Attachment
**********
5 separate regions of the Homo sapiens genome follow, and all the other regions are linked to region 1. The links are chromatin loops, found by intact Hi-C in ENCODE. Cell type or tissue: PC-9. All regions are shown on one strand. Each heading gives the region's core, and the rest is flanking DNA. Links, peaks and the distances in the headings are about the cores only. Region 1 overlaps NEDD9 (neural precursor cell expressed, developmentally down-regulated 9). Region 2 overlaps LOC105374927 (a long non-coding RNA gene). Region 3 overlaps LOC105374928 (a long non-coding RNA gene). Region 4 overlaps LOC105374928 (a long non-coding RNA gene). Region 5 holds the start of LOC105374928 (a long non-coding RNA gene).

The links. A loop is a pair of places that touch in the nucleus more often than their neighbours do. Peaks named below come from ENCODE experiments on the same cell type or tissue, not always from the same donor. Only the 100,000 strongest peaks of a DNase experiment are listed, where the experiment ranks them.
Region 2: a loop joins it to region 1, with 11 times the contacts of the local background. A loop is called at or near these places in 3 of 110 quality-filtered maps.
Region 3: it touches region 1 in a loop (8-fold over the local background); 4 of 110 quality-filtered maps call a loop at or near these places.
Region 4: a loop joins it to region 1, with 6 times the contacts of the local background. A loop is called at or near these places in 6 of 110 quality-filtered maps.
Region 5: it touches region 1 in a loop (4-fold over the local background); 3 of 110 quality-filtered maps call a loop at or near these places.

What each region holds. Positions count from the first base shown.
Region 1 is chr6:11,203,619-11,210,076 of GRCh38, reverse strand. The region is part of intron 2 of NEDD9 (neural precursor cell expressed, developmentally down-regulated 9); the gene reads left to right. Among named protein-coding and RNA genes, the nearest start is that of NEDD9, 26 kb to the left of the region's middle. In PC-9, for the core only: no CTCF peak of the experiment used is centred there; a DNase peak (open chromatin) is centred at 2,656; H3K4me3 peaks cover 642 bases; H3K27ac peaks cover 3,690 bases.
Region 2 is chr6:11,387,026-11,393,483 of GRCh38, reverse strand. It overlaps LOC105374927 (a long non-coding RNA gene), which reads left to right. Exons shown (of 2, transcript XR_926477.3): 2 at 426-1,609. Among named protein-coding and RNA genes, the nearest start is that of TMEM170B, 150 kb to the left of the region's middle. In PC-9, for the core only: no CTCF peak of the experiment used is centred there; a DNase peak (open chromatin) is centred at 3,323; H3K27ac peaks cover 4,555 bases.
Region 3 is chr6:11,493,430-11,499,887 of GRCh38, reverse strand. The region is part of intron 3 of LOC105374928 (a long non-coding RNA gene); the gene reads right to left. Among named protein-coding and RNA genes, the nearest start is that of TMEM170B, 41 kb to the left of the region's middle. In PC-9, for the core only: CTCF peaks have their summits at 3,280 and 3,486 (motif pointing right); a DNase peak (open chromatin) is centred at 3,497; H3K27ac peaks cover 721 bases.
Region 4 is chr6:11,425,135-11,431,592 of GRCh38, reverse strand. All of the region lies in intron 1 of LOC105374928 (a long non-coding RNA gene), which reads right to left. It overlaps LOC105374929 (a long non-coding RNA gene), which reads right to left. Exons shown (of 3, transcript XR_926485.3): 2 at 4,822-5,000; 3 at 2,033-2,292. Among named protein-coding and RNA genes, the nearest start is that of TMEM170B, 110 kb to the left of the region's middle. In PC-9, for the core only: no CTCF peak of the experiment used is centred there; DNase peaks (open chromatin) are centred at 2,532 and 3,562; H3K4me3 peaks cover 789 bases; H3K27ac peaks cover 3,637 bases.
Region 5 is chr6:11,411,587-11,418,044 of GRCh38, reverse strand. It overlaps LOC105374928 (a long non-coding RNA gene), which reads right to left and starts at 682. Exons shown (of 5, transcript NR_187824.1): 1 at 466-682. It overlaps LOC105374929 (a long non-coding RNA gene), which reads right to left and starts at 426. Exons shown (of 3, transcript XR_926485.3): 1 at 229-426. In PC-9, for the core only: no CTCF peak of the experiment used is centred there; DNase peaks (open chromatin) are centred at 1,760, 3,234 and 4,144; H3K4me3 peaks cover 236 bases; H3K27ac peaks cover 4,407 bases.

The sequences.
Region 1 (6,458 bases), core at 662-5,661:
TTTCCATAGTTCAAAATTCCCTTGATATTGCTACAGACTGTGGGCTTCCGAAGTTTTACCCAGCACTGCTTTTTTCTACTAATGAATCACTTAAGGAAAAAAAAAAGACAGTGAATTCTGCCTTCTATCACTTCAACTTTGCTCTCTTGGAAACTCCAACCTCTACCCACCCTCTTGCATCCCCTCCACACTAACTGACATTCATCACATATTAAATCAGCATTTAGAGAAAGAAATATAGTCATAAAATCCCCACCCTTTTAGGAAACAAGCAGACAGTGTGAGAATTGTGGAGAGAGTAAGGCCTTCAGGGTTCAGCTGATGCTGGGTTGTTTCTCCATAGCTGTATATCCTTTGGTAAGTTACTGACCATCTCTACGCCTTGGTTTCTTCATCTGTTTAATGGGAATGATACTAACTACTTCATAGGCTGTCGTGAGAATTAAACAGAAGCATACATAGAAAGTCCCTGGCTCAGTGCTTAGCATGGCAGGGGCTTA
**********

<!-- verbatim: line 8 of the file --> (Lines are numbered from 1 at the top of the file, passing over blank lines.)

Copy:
Region 1 is chr6:11,203,619-11,210,076 of GRCh38, reverse strand. The region is part of intron 2 of NEDD9 (neural precursor cell expressed, developmentally down-regulated 9); the gene reads left to right. Among named protein-coding and RNA genes, the nearest start is that of NEDD9, 26 kb to the left of the region's middle. In PC-9, for the core only: no CTCF peak of the experiment used is centred there; a DNase peak (open chromatin) is centred at 2,656; H3K4me3 peaks cover 642 bases; H3K27ac peaks cover 3,690 bases.